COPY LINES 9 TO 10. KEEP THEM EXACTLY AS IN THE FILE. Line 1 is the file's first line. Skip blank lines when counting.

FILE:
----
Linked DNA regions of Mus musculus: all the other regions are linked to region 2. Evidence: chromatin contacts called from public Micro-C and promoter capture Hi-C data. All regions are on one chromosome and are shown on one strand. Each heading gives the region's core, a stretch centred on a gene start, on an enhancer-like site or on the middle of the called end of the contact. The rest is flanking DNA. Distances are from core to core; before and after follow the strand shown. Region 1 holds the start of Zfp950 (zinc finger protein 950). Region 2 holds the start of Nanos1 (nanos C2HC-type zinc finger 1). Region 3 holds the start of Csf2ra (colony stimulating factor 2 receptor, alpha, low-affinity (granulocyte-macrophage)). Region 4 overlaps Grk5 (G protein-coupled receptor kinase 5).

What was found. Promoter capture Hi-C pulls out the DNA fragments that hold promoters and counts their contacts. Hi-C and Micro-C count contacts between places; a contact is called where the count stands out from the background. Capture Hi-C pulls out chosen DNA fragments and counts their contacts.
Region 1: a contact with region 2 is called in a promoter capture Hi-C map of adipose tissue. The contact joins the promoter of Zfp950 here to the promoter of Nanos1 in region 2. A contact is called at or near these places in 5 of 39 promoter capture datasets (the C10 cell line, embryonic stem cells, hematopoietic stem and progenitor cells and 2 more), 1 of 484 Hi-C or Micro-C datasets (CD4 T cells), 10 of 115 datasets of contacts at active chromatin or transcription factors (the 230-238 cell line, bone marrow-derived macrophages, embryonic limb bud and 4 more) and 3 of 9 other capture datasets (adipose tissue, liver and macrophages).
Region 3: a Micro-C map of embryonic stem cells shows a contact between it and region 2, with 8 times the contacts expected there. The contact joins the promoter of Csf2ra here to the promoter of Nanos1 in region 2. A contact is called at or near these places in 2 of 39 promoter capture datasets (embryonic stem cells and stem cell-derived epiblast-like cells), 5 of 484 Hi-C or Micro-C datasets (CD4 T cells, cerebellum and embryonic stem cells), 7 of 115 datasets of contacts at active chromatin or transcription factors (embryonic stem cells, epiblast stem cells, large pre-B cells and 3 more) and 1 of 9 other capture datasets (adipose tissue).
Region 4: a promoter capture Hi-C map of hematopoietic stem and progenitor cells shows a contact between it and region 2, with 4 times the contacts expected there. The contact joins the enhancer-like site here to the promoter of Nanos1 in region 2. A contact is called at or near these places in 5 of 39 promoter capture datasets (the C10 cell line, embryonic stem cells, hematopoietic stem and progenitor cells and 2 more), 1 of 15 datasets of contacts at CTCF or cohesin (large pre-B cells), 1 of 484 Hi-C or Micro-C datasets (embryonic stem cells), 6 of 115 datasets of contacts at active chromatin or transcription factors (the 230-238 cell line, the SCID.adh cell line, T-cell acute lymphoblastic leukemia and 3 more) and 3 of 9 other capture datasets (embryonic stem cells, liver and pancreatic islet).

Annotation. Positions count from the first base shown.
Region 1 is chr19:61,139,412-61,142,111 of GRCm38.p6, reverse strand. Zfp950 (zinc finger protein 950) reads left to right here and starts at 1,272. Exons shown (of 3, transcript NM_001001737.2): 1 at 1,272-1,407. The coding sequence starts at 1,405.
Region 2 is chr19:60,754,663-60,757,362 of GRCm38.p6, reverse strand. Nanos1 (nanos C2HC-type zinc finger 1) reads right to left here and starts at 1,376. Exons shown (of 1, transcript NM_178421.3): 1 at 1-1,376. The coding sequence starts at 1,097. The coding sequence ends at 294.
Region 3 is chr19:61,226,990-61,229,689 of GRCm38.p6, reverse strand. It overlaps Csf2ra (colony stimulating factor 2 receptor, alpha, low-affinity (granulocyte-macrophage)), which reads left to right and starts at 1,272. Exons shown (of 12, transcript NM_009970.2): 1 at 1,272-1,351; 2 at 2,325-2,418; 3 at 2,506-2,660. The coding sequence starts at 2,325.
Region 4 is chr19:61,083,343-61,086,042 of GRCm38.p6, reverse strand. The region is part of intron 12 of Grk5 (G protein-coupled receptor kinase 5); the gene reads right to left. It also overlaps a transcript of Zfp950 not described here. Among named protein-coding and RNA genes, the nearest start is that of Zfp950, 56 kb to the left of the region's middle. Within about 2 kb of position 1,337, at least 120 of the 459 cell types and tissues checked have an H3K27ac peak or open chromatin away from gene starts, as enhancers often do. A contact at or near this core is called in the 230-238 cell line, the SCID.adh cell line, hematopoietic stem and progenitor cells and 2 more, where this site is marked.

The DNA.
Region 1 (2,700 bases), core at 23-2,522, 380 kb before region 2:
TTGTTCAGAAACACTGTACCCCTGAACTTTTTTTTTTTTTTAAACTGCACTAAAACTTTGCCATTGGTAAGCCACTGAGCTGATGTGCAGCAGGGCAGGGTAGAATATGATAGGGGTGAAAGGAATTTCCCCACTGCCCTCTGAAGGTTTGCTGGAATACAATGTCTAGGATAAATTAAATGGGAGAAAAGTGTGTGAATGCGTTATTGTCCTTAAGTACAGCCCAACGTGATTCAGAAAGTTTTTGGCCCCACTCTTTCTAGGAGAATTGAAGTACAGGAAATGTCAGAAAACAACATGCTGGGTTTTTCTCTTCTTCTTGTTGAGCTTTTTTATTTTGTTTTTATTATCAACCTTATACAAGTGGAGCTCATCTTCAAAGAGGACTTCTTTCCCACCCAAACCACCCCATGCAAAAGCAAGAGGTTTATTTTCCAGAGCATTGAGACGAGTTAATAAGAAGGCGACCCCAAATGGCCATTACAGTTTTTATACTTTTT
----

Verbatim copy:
Region 3 is chr19:61,226,990-61,229,689 of GRCm38.p6, reverse strand. It overlaps Csf2ra (colony stimulating factor 2 receptor, alpha, low-affinity (granulocyte-macrophage)), which reads left to right and starts at 1,272. Exons shown (of 12, transcript NM_009970.2): 1 at 1,272-1,351; 2 at 2,325-2,418; 3 at 2,506-2,660. The coding sequence starts at 2,325.
Region 4 is chr19:61,083,343-61,086,042 of GRCm38.p6, reverse strand. The region is part of intron 12 of Grk5 (G protein-coupled receptor kinase 5); the gene reads right to left. It also overlaps a transcript of Zfp950 not described here. Among named protein-coding and RNA genes, the nearest start is that of Zfp950, 56 kb to the left of the region's middle. Within about 2 kb of position 1,337, at least 120 of the 459 cell types and tissues checked have an H3K27ac peak or open chromatin away from gene starts, as enhancers often do. A contact at or near this core is called in the 230-238 cell line, the SCID.adh cell line, hematopoietic stem and progenitor cells and 2 more, where this site is marked.